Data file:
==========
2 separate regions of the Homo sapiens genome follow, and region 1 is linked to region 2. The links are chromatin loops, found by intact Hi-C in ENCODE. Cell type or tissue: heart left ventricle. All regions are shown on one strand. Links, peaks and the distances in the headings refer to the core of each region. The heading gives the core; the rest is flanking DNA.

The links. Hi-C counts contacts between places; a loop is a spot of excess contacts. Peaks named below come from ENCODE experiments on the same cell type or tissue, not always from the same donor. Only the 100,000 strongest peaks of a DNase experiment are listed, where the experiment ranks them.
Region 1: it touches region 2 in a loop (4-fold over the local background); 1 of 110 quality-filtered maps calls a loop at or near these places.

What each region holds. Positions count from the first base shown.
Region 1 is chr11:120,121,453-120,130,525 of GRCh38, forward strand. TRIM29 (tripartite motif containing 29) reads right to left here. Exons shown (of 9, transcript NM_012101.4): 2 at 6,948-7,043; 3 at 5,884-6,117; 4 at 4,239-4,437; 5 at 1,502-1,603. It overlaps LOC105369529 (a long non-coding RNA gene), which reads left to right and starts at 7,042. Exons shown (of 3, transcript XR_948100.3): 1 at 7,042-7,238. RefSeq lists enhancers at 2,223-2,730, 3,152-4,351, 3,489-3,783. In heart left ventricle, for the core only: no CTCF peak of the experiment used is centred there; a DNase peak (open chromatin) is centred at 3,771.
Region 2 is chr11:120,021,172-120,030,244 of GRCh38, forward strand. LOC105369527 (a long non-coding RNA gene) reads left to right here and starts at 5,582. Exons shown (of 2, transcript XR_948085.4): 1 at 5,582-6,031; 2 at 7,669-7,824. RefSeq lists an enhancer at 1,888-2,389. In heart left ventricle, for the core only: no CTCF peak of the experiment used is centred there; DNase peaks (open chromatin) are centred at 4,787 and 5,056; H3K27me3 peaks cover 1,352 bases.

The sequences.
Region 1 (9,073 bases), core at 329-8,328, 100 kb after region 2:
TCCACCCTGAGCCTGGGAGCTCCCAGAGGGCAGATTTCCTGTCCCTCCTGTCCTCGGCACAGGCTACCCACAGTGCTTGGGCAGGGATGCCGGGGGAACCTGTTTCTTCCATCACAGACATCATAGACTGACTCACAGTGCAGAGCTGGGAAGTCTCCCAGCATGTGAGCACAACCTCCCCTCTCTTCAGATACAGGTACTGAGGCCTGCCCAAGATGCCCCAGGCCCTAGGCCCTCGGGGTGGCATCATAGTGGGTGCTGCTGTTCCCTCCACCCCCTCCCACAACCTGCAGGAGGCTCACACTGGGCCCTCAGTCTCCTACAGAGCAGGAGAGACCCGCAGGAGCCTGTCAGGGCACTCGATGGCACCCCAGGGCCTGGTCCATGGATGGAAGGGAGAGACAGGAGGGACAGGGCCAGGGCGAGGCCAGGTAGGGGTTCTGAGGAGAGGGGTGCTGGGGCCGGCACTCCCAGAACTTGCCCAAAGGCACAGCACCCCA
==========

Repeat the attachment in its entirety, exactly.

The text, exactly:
2 separate regions of the Homo sapiens genome follow, and region 1 is linked to region 2. The links are chromatin loops, found by intact Hi-C in ENCODE. Cell type or tissue: heart left ventricle. All regions are shown on one strand. Links, peaks and the distances in the headings refer to the core of each region. The heading gives the core; the rest is flanking DNA.

The links. Hi-C counts contacts between places; a loop is a spot of excess contacts. Peaks named below come from ENCODE experiments on the same cell type or tissue, not always from the same donor. Only the 100,000 strongest peaks of a DNase experiment are listed, where the experiment ranks them.
Region 1: it touches region 2 in a loop (4-fold over the local background); 1 of 110 quality-filtered maps calls a loop at or near these places.

What each region holds. Positions count from the first base shown.
Region 1 is chr11:120,121,453-120,130,525 of GRCh38, forward strand. TRIM29 (tripartite motif containing 29) reads right to left here. Exons shown (of 9, transcript NM_012101.4): 2 at 6,948-7,043; 3 at 5,884-6,117; 4 at 4,239-4,437; 5 at 1,502-1,603. It overlaps LOC105369529 (a long non-coding RNA gene), which reads left to right and starts at 7,042. Exons shown (of 3, transcript XR_948100.3): 1 at 7,042-7,238. RefSeq lists enhancers at 2,223-2,730, 3,152-4,351, 3,489-3,783. In heart left ventricle, for the core only: no CTCF peak of the experiment used is centred there; a DNase peak (open chromatin) is centred at 3,771.
Region 2 is chr11:120,021,172-120,030,244 of GRCh38, forward strand. LOC105369527 (a long non-coding RNA gene) reads left to right here and starts at 5,582. Exons shown (of 2, transcript XR_948085.4): 1 at 5,582-6,031; 2 at 7,669-7,824. RefSeq lists an enhancer at 1,888-2,389. In heart left ventricle, for the core only: no CTCF peak of the experiment used is centred there; DNase peaks (open chromatin) are centred at 4,787 and 5,056; H3K27me3 peaks cover 1,352 bases.

The sequences.
Region 1 (9,073 bases), core at 329-8,328, 100 kb after region 2:
TCCACCCTGAGCCTGGGAGCTCCCAGAGGGCAGATTTCCTGTCCCTCCTGTCCTCGGCACAGGCTACCCACAGTGCTTGGGCAGGGATGCCGGGGGAACCTGTTTCTTCCATCACAGACATCATAGACTGACTCACAGTGCAGAGCTGGGAAGTCTCCCAGCATGTGAGCACAACCTCCCCTCTCTTCAGATACAGGTACTGAGGCCTGCCCAAGATGCCCCAGGCCCTAGGCCCTCGGGGTGGCATCATAGTGGGTGCTGCTGTTCCCTCCACCCCCTCCCACAACCTGCAGGAGGCTCACACTGGGCCCTCAGTCTCCTACAGAGCAGGAGAGACCCGCAGGAGCCTGTCAGGGCACTCGATGGCACCCCAGGGCCTGGTCCATGGATGGAAGGGAGAGACAGGAGGGACAGGGCCAGGGCGAGGCCAGGTAGGGGTTCTGAGGAGAGGGGTGCTGGGGCCGGCACTCCCAGAACTTGCCCAAAGGCACAGCACCCCA